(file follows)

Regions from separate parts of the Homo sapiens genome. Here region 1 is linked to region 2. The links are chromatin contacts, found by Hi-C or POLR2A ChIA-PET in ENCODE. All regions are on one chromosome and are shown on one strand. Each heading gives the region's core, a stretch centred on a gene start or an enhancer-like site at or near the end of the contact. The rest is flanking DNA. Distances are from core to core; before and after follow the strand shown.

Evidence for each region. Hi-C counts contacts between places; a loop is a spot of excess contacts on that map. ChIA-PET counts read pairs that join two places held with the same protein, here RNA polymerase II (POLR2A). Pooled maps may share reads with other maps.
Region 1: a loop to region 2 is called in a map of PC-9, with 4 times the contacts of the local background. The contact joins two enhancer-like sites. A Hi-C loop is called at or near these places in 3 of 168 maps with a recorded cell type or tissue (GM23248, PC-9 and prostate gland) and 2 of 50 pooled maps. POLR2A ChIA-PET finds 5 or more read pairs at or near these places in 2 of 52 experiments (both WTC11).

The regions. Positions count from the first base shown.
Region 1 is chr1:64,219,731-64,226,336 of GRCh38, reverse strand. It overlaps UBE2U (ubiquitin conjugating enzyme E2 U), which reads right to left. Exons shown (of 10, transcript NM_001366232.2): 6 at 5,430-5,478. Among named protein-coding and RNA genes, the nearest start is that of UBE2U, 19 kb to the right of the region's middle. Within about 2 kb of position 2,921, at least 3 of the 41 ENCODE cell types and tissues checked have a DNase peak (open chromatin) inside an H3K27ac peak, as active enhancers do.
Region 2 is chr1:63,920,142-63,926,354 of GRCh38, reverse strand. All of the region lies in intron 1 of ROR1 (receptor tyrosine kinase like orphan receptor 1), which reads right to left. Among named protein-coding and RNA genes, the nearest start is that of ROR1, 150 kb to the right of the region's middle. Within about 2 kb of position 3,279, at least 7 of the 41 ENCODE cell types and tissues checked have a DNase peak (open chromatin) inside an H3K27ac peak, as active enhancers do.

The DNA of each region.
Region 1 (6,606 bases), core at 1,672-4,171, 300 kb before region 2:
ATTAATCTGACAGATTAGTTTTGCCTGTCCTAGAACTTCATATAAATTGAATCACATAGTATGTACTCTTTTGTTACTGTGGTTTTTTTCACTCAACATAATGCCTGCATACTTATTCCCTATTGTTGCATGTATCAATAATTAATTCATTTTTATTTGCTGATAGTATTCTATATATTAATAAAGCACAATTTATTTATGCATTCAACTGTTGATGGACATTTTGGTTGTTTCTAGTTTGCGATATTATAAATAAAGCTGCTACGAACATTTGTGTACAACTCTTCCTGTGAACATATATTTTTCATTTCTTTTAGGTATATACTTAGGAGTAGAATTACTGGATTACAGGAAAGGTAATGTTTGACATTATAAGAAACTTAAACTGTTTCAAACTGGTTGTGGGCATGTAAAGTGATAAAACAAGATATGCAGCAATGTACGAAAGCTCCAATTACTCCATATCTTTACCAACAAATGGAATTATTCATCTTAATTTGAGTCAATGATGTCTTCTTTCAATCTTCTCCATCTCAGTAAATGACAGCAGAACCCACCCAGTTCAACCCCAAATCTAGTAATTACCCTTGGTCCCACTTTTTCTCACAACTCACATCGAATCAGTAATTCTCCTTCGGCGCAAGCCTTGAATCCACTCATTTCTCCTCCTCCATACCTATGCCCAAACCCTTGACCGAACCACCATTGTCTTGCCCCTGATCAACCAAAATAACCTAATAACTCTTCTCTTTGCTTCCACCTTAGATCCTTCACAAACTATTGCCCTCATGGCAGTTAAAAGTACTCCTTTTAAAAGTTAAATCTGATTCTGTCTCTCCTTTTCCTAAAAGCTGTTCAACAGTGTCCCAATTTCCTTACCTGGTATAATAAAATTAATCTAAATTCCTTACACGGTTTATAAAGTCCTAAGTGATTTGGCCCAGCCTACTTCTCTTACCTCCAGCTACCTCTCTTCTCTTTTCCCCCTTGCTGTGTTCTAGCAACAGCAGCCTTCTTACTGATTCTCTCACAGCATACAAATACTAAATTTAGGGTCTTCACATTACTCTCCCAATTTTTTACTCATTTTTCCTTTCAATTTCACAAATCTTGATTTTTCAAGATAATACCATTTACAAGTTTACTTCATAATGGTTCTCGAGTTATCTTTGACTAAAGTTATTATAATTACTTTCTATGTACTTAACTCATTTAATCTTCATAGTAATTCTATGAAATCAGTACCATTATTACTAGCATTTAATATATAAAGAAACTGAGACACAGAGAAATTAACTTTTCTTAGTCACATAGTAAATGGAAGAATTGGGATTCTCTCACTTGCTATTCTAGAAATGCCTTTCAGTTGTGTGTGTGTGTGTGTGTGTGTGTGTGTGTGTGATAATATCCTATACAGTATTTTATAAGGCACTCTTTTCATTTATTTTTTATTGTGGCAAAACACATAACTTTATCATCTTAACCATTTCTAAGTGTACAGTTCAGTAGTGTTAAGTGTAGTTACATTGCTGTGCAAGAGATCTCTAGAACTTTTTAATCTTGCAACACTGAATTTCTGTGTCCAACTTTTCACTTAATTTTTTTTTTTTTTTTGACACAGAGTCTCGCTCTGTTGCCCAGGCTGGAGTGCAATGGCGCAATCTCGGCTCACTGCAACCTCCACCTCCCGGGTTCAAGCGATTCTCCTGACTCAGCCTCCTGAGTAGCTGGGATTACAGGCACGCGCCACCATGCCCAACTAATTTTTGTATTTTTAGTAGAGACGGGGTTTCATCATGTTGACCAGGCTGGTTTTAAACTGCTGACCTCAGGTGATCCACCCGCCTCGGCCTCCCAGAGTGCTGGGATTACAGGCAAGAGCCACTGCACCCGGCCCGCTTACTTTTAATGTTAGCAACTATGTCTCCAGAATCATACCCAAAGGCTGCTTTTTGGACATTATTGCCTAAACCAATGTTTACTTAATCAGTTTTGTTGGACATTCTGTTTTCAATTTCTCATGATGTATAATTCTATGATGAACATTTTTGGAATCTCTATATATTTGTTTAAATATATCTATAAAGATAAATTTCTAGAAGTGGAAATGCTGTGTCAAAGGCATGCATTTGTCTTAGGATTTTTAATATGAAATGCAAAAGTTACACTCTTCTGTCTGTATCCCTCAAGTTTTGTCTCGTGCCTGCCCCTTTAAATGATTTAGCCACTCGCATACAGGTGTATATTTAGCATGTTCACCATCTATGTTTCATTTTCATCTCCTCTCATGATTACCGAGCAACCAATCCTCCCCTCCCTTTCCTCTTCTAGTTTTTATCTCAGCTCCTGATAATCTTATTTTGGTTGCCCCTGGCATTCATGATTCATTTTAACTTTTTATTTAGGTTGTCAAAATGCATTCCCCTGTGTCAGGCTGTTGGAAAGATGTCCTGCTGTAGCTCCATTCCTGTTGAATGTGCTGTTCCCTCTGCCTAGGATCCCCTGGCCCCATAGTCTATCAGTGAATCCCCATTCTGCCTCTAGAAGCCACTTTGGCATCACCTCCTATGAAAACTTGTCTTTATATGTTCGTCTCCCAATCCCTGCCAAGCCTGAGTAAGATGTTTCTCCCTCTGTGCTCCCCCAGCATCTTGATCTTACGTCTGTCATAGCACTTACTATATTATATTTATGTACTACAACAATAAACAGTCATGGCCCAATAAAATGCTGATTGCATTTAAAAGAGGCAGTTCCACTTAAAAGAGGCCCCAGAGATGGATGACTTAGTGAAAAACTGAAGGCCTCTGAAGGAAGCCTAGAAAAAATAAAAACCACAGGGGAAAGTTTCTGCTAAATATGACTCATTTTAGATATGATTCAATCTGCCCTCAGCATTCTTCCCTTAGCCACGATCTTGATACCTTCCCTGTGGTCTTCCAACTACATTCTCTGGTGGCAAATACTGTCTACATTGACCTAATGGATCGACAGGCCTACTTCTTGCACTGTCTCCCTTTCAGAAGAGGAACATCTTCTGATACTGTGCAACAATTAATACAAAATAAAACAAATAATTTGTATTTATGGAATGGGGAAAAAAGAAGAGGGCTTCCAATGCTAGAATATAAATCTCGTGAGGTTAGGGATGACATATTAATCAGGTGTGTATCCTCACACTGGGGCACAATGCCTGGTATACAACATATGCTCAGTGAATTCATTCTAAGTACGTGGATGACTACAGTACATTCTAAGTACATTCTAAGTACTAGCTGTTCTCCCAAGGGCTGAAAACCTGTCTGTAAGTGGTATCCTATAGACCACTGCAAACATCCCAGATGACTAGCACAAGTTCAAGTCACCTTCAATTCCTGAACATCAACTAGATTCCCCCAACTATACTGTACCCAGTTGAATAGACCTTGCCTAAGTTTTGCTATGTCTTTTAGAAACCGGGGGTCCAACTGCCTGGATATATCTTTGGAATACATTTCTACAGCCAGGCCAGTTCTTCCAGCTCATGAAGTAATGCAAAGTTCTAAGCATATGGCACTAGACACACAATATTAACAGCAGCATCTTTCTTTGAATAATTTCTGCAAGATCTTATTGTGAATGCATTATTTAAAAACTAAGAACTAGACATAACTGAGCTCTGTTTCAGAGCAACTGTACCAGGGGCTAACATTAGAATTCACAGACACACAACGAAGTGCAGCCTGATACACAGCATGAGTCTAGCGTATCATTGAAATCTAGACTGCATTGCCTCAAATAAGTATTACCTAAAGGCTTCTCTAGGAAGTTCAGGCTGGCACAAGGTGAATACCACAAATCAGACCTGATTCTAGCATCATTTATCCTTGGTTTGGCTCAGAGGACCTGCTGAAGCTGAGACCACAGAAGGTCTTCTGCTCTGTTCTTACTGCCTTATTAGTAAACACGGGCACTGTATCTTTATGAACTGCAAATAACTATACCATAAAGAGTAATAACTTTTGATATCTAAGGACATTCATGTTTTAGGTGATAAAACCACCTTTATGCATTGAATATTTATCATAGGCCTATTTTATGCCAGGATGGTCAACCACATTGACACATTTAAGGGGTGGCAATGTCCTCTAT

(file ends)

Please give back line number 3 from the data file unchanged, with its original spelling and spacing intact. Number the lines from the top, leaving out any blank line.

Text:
Region 1: a loop to region 2 is called in a map of PC-9, with 4 times the contacts of the local background. The contact joins two enhancer-like sites. A Hi-C loop is called at or near these places in 3 of 168 maps with a recorded cell type or tissue (GM23248, PC-9 and prostate gland) and 2 of 50 pooled maps. POLR2A ChIA-PET finds 5 or more read pairs at or near these places in 2 of 52 experiments (both WTC11).